The China that has its capital in Beijing has been at odds with the China that has its capital in Taipei since Mao Zedong and his Communist army chased the nationalist Kuomintang across the Taiwan Strait in 1949.
It’s the People’s Republic of China vs. the Republic of China, and they both claim to represent ... China.
For decades, the missiles have been pointed, military exercises have been undertaken, and the two governments competed internationally for recognition. It’s an odd situation, especially considering how active Taiwan has been in China’s economic success. The two countries (China considers Taiwan a province in rebellion) do billions in trade and tourism and there’s room for growth.
As The Washington Post reports, China and Taiwan held their first official contact Tuesday. It’s a diplomatic coup that could replace perennial brinkmanship with stability. That’s the good news. The bad news is that China still wants to bring Taiwan back into the fold—sooner than later—and the vast majority of Taiwan’s citizens don’t want to trade passports.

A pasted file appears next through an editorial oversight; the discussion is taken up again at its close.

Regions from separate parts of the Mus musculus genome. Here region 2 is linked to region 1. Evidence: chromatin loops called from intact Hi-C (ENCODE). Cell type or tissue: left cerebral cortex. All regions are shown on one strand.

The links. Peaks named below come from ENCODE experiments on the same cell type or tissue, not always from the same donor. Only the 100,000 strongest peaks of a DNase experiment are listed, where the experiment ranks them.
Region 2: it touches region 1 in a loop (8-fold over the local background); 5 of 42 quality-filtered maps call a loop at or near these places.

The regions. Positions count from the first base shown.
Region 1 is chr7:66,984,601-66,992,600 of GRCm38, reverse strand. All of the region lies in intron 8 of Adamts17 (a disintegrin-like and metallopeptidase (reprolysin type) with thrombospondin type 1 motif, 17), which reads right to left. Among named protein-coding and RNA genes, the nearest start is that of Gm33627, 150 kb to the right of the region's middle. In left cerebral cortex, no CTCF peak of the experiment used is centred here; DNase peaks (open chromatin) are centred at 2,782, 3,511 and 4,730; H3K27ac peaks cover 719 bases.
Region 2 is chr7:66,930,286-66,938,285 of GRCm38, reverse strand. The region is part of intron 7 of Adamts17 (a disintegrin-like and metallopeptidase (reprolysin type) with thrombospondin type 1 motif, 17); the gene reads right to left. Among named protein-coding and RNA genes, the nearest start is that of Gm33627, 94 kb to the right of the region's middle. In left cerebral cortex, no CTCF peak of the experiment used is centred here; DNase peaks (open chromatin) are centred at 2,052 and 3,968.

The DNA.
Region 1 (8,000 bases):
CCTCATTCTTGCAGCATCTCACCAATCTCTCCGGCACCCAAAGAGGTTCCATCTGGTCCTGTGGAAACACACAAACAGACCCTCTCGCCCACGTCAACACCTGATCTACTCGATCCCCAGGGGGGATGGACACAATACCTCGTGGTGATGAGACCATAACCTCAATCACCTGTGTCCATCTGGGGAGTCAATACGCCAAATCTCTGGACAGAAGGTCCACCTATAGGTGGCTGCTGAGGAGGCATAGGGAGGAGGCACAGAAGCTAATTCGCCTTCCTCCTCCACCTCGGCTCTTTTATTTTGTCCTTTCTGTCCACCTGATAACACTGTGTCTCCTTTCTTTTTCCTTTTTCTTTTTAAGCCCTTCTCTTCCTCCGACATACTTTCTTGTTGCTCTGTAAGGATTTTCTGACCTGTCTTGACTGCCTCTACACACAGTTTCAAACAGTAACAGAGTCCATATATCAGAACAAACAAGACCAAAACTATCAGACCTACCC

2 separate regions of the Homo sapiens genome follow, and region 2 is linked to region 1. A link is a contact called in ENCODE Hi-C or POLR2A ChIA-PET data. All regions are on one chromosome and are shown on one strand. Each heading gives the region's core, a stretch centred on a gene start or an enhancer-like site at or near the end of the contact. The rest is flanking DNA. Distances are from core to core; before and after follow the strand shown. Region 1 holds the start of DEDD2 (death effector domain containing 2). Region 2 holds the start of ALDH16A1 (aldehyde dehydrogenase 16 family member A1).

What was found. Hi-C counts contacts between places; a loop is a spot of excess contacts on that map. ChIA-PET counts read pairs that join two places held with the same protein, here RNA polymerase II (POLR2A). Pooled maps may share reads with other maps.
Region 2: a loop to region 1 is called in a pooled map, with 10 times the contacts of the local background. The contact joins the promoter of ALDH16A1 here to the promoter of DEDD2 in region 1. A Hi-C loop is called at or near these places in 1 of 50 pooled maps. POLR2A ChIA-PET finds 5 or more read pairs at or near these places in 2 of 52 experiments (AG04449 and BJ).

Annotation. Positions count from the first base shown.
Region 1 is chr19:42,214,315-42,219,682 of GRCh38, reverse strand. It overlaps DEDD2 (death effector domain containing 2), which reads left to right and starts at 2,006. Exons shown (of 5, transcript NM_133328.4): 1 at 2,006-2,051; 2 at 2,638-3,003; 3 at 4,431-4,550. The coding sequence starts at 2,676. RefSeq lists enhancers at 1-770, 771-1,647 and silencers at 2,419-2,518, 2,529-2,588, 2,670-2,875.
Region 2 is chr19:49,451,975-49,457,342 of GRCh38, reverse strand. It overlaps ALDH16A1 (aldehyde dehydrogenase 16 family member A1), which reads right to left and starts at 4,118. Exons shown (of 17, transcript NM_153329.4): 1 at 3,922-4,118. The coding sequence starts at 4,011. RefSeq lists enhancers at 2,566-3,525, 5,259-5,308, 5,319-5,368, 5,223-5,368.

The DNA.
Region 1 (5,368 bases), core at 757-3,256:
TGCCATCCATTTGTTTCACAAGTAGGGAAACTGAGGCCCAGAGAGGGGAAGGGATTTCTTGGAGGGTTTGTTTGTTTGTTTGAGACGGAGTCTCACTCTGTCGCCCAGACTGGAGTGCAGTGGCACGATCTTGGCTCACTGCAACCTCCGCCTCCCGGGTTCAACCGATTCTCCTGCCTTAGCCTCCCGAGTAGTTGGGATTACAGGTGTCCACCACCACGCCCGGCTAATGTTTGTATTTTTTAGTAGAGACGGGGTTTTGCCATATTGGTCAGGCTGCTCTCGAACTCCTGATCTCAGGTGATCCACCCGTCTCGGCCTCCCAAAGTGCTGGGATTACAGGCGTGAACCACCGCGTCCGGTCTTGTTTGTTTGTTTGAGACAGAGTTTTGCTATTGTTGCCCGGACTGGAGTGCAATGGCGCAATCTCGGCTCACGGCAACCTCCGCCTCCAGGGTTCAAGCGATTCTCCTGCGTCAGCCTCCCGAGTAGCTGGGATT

The United States has promised to pivot to Asia, to project military power into a region that has long tired of imperialism. But the U.S. is also bound by law to guarantee Taiwan’s independence. Thank the Cold War for that.
It seems ludicrous to imagine America threatening force against its biggest creditor, China, but it happens all the time. Probably best to put the pin back in that grenade, especially now.
When Portuguese sailors stumbled upon Taiwan in the 1500s, they named it Ilha Formosa, or Beautiful Island. It is beautiful, and so is this rarest of events, when two factions, enemies for the better part of a century, finally get to talking. Happy new year.
—Posted by Peter Z. Scheer